I wanted to share with you an experience I had a couple of weeks ago at the Microsoft corporate office here in Minneapolis. Each year, Microsoft hosts an event called DigiGirlz in cities across the country and in many countries around the world. (Find it at http://www.microsoft.com/en-us/diversity/programs/digigirlz/digigirlzday.aspx)
It’s intended for school age girls, grades 8-12, and is a first-hand look into the world of technology and what that may look like in terms of career options. It’s a full day of workshops, hands-on learning, speakers and tons of fun.
Why was I there you ask? (Clearly because you know me and I can be a bit technology challenged at times ).
I was honored to be asked to sit on a panel of successful executive business women the girls would have access to. They were given the opportunity to ask questions about our backgrounds, how we chose our career paths, what kind of work we actually do, etc. I was so impressed by their poise and the questions they asked and I felt so proud to be part of the amazing group of women on that panel.
I was also asked if I would teach a workshop for the girls, and right away I knew what the topic would be:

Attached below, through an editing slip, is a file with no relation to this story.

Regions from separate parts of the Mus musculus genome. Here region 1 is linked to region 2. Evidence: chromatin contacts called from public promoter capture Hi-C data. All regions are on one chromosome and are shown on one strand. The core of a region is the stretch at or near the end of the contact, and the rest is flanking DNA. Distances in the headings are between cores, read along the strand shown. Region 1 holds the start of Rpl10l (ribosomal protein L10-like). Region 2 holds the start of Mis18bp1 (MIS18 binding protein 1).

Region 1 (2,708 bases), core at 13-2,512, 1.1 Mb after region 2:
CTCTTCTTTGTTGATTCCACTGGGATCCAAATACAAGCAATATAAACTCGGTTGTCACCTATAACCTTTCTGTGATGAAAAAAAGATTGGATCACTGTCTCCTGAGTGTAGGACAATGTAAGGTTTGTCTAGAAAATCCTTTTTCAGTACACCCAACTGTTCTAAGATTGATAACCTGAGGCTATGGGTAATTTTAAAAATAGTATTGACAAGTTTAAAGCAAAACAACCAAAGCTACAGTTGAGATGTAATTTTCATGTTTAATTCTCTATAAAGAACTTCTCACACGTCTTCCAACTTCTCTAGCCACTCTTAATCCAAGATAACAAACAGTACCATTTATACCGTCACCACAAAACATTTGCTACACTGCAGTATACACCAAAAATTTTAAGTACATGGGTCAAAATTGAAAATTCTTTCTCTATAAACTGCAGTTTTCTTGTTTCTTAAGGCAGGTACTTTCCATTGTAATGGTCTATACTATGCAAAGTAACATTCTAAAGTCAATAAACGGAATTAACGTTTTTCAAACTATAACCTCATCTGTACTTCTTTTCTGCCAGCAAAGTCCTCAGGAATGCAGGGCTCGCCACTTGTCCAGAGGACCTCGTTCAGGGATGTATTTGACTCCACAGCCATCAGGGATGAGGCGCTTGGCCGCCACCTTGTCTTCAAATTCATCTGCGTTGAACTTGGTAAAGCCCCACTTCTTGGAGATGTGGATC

I know that if someone had told me about mine way back then and explained what it was, why it was there and how I could manage it, my life would be so different. I felt it was my responsibility to share this information with them and get them starting to think about the voices they hear in their heads – and that those voices aren’t really theirs.
Here’s the cool thing that happened. We started talking about all the times the voice tried keeping them from doing something that was outside their comfort zone. There were some girls that really opened up about their experiences with their IC – sports try-outs, asking a boy to a dance, giving a presentation to the class – all kinds of things.
They started to get the picture that this voice, while on the surface seems to have good intentions to protect us and keep us from being humiliated, really is all about keeping us small and holding us back from doing really big things. I saw quite a few “a-ha” moments happening in the room – which warmed my heart. The workshop ended with the message that they can manage this voice and lead the kind of life they are truly meant to. And they can handle anything as long as they have faith in themselves. They’ve got this.
The seed was planted.
So here’s what I’m wondering right now – are you still listening to these voices and giving them all your power? Do you know who your Inner Critic is? What it looks like? What its voice sounds like? Most importantly – when it shows up, how to handle it?
I have lots of tools to help you learn more about the voices in your head and I can teach you how to recognize it and manage it, so it doesn’t control the choices you make.
I would love to work with you so one day you can say, “I’ve got this.”
Leave a comment and tell me what your Inner Critic voice sounds like. Let’s get the conversation started and learn the difference between the IC and your true voice!